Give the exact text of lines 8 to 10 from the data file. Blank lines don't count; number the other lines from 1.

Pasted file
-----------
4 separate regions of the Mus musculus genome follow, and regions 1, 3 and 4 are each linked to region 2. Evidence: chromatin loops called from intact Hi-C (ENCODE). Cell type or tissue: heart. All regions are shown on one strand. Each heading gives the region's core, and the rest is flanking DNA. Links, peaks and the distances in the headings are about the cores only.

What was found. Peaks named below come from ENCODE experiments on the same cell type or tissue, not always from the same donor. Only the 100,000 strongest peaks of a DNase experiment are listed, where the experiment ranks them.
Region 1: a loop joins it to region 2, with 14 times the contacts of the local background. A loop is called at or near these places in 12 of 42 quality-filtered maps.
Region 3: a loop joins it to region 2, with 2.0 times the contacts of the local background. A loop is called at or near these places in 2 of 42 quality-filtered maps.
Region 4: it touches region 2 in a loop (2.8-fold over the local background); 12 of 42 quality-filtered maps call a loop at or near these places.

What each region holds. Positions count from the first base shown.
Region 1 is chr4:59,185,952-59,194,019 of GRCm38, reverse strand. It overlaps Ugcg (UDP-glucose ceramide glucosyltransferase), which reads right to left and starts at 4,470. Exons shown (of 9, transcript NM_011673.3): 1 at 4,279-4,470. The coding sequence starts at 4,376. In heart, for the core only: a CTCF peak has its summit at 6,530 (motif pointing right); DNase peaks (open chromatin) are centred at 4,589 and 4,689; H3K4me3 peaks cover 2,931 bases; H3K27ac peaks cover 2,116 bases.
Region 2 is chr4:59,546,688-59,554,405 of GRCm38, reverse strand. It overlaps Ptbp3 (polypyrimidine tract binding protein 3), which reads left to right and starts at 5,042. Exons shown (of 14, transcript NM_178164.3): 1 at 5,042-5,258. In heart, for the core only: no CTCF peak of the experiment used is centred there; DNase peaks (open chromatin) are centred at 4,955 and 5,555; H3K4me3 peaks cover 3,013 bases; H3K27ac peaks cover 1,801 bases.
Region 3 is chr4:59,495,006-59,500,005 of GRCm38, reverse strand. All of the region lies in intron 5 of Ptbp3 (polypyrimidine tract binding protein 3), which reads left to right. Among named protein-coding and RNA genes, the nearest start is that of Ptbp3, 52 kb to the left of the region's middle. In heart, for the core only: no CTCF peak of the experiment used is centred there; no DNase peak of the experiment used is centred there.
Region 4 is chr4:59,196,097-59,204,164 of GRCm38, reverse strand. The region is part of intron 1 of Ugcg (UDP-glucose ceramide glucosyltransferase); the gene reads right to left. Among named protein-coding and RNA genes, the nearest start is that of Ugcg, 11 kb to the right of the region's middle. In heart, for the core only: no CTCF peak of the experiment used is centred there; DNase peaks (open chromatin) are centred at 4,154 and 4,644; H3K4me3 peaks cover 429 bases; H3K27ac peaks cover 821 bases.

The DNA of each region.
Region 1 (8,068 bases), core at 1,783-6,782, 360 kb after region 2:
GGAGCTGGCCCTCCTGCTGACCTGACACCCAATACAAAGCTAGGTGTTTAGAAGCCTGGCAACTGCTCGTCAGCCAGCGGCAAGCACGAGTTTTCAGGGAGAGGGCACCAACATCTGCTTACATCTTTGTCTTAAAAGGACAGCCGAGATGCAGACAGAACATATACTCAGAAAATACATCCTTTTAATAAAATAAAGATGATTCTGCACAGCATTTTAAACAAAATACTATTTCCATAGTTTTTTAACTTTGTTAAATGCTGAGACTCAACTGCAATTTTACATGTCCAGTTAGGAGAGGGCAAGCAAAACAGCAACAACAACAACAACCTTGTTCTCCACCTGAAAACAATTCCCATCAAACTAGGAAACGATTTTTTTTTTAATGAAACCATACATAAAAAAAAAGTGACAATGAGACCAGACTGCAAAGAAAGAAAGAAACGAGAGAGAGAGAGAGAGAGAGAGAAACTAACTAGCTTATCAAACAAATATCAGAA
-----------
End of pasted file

Region 2 is chr4:59,546,688-59,554,405 of GRCm38, reverse strand. It overlaps Ptbp3 (polypyrimidine tract binding protein 3), which reads left to right and starts at 5,042. Exons shown (of 14, transcript NM_178164.3): 1 at 5,042-5,258. In heart, for the core only: no CTCF peak of the experiment used is centred there; DNase peaks (open chromatin) are centred at 4,955 and 5,555; H3K4me3 peaks cover 3,013 bases; H3K27ac peaks cover 1,801 bases.
Region 3 is chr4:59,495,006-59,500,005 of GRCm38, reverse strand. All of the region lies in intron 5 of Ptbp3 (polypyrimidine tract binding protein 3), which reads left to right. Among named protein-coding and RNA genes, the nearest start is that of Ptbp3, 52 kb to the left of the region's middle. In heart, for the core only: no CTCF peak of the experiment used is centred there; no DNase peak of the experiment used is centred there.
Region 4 is chr4:59,196,097-59,204,164 of GRCm38, reverse strand. The region is part of intron 1 of Ugcg (UDP-glucose ceramide glucosyltransferase); the gene reads right to left. Among named protein-coding and RNA genes, the nearest start is that of Ugcg, 11 kb to the right of the region's middle. In heart, for the core only: no CTCF peak of the experiment used is centred there; DNase peaks (open chromatin) are centred at 4,154 and 4,644; H3K4me3 peaks cover 429 bases; H3K27ac peaks cover 821 bases.